I wasn’t going to post at all today, and especially not on this topic as I feel it isn’t mine to tackle. But then I read this wonderful post over at Confessions of a Watery Tart. I started writing a comment to her post, but before I was done typing I realized I had accidentally written a post of my own. So, since today is a special day (did y’all know it was the Norwegian queen’s birthday? I bet you didn’t. Most Norwegians don’t… But that is hardly the point. It is Independence Day in the US, and frankly, that is more important – even in Norway):
Personally I have gone through several phases in how I have seen the US. During the Clinton years I was too young to know the meaning of the word "critical", but it wouldn't have mattered all that much anyway, since the world was still recovering from decades of Cold War-ness, and since we (in the West, at least) mostly agreed with the US, it was difficult not to still see the Americans as "the good guys".
I grew up, became a little more aware and a little wiser, and along came Bush. Regardless of whether you liked his politics or not, Bush definitely had one quality that made him collide with many people in other parts of the world. Everything he said was black & white. "You're with us or against us." "You're right or wrong." I think Norway mostly fell into the "with" and "right" categories, but we still felt queasy about it. Many Norwegians disliked Bush, then by extension the US, and eventually, Americans in general. (Which is ironic, because that meant that we saw the world in black & white, just like Bush...)
What turned me around again, were two things: first, I got to know some actual, real, flesh and blood Americans (since I, after all, can't be said to *know* Brad Pitt or Johnny Depp even if I've seen many of their movies). Through the online community, and through my studies abroad, I started to learn that Americans were as different, and as human, as the rest of us. Many of them became close friends. Some of them agreed with the Bush government. Some of them didn't. All of them were much more than their political and religious beliefs.
Secondly, Obama came to save the day. Please note that I am not saying that he is right or wrong, that I agree or disagree, or that you should agree or disagree with his politics. But the message he sent to the world – "we are willing to talk to you again" – definitely made a whole lot of difference. Let me just add that the jury is still out on whether this is a lasting difference or if it merely was a temporary after-effect of the reintroduction of grey zones in world politics.
By the time I finally got to visit the US last fall, my mind was filled with any number of ideas of what this country would be like. That is where I made my first mistake. As I said, the US is probably one of the most diverse countries in the world. It is nearly impossible to say what it is “like”, because it is like everything and nothing all at once. Mysteriously silent cowboys? Sure. Loud-mouthed rednecks? Absolutely. Clever and intelligent academics. Definitely. Sweet old ladies with the Bible close at hand? Yes, ma’am! Emo teenagers, stay-at-home moms and donut-munching police officers? All of the above. There is hardly a stereotype you cannot find in real life in the US. But in addition there are hundreds, thousands, probably millions more.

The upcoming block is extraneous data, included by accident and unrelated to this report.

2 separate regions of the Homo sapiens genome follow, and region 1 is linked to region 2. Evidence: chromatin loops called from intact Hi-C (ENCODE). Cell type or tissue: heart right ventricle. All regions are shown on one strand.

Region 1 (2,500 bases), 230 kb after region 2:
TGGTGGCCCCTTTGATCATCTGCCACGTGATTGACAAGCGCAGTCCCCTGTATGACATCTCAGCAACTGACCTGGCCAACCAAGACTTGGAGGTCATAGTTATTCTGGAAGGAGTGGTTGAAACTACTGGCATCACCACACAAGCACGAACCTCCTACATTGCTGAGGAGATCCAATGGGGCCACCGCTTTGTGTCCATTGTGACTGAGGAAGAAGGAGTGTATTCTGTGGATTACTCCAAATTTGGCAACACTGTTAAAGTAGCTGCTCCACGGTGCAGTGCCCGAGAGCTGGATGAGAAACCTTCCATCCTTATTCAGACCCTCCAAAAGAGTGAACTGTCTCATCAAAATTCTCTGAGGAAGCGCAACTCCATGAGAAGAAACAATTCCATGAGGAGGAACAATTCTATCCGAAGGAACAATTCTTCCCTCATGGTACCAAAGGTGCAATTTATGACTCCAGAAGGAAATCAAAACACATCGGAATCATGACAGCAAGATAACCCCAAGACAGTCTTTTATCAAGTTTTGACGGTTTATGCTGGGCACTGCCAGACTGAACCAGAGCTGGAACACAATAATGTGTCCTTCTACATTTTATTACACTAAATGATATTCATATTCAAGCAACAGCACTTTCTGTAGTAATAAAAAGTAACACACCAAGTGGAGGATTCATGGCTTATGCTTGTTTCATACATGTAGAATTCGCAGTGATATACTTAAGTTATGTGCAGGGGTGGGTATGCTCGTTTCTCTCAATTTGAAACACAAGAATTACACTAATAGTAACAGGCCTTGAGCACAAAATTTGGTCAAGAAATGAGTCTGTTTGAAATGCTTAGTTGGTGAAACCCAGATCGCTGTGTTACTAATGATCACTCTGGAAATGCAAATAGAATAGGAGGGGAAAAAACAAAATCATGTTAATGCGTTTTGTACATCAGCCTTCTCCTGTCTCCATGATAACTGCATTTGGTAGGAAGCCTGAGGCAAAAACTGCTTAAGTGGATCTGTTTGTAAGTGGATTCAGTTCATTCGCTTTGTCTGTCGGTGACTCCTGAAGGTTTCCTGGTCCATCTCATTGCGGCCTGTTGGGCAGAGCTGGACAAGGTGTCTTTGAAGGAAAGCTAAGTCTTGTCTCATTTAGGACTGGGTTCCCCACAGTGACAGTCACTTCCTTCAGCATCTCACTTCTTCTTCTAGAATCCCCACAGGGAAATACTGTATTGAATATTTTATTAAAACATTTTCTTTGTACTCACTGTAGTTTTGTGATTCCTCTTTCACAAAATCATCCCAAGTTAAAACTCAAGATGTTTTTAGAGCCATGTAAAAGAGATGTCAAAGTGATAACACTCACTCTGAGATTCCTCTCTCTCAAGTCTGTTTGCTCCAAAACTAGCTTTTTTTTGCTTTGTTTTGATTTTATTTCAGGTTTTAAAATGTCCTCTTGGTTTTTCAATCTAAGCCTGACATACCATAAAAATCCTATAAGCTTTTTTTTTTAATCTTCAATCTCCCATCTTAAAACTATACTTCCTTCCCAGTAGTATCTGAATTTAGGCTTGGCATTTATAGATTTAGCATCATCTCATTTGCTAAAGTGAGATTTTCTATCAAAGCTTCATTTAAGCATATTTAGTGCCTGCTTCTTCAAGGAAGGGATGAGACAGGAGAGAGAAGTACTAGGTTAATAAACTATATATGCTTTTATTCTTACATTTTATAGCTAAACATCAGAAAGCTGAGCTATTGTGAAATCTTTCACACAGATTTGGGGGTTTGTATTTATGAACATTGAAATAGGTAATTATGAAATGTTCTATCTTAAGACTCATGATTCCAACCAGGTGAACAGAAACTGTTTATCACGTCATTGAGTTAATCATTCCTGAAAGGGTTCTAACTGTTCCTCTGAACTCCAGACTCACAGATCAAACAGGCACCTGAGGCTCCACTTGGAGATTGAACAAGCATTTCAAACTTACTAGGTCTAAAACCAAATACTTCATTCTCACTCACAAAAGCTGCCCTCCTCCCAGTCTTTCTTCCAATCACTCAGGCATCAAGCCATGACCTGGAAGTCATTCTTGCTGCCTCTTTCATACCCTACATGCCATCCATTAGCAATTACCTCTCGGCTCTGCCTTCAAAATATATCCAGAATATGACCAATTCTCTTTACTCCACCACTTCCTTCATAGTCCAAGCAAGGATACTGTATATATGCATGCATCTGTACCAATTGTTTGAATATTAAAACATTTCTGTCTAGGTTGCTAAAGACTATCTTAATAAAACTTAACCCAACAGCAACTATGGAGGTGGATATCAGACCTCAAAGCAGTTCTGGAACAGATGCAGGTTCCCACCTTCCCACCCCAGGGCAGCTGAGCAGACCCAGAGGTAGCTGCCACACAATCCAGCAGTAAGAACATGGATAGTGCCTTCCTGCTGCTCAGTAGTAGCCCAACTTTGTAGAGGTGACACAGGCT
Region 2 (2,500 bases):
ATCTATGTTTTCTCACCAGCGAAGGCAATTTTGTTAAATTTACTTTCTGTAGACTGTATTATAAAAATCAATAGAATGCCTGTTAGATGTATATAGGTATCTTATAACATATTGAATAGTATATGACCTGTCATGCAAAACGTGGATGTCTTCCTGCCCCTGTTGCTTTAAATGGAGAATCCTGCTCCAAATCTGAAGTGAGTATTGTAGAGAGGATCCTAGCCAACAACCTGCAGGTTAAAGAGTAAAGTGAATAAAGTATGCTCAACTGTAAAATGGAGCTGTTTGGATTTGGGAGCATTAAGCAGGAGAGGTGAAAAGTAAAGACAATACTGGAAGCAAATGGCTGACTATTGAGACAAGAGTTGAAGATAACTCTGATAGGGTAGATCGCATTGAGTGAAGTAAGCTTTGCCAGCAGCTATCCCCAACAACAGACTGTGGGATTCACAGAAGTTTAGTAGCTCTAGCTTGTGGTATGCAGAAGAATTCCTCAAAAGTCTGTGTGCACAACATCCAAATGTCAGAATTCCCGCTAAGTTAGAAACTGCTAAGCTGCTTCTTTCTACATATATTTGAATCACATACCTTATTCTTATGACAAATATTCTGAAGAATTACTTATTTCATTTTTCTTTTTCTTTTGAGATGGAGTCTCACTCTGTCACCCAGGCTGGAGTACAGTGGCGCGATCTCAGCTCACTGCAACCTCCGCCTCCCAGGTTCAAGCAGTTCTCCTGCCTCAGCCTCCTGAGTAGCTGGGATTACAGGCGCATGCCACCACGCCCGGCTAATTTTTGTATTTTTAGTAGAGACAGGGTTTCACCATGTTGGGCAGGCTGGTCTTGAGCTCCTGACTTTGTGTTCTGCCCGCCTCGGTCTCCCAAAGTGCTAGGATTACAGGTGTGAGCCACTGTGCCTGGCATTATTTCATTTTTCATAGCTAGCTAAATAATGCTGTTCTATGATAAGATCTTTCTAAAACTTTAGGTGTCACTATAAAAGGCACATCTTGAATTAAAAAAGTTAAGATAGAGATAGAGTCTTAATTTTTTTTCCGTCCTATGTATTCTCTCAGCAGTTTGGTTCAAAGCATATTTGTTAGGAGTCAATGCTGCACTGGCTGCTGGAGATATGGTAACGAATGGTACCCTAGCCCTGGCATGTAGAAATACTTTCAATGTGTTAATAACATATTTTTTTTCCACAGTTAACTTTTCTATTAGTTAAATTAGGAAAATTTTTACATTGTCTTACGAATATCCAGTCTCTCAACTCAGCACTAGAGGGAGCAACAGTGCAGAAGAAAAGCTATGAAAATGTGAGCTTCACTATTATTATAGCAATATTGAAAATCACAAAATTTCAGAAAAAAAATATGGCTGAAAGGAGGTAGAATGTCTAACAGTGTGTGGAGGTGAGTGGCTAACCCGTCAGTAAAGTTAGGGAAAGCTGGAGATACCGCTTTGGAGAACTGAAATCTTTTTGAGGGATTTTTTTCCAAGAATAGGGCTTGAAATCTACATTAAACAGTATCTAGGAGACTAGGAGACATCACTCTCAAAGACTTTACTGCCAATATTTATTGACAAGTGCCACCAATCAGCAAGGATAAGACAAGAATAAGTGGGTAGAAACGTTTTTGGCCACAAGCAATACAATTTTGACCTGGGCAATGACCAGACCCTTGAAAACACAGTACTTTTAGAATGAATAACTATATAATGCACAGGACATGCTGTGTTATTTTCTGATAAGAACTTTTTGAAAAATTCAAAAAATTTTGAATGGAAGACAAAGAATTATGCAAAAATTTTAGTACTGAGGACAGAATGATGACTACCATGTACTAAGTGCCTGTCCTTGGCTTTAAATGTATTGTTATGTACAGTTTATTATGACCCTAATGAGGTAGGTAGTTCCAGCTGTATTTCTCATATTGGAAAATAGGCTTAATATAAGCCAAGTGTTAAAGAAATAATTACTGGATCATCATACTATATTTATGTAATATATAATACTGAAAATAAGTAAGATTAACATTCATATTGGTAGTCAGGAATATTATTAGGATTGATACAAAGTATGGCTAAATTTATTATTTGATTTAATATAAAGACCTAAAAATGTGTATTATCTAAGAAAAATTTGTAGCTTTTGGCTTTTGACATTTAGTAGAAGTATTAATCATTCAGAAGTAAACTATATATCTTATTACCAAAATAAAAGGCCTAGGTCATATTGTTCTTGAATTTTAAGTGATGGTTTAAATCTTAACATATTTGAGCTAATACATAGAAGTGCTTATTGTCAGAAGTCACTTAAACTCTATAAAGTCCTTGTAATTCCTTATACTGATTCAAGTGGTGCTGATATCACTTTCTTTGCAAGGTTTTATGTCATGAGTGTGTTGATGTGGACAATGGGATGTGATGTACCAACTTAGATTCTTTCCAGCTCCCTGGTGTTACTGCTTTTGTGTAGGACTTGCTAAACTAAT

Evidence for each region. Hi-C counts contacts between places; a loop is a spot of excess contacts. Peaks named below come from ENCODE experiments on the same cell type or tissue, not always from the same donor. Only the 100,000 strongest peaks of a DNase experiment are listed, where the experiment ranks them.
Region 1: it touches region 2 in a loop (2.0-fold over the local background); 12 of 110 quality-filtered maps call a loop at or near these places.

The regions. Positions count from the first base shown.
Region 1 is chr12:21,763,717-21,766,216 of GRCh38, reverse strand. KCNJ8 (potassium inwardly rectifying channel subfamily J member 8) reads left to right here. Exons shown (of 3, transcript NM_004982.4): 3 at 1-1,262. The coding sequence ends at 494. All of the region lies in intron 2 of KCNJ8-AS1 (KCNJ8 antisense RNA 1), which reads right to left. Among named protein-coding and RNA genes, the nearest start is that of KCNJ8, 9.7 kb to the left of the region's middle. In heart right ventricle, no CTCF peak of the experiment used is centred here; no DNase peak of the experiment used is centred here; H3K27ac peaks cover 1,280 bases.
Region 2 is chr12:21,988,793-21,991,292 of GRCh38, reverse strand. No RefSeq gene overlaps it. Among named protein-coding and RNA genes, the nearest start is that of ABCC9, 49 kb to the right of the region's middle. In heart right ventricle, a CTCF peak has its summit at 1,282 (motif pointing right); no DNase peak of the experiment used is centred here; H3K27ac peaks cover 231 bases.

I only got to see a small part of the country when I was there. And yet this was enough to make me realize that I had been gravely underestimating the variety of the country. In Europe we tend to get offended when people refer to our vast and diverse continent as just “Europe”. You’re not European, you’re Italian or Swedish or Estonian or Hungarian. When Americans say they’ve been to Europe, we roll our eyes and count to ten before we ask them to specify the countries they visited. And yet we never do the same about the US. Whenever I talk about my stay last fall, I say I visited the US – I never say “I lived in Maryland”. Even if I now know that Maryland is a whole lot different than for instance Minnesota (which I also visited).
I remember writing a school report once, I’m guessing fifth grade or so. It was supposed to be about a country. I thought I’d be clever and ask my relative, Darlene, to give me some inside information about the US. So I wrote to her, asking what the main characteristics of the US were. I remember being slightly disappointed at her reply – which was something along the lines of “I don’t know where to start, can I perhaps tell you some of the characteristics of Minnesota specifically?”
I now know what she meant.
So, regardless if you agree with the politics of the US or not; regardless if you love or hate whatever it is you perceive as “American culture”; regardless if you yourself is American – I encourage you to take some time today to consider your opinions about the US. Are you absolutely sure they are all correct?
Happy “birthday” United States of America, and queen Sonja of Norway ;)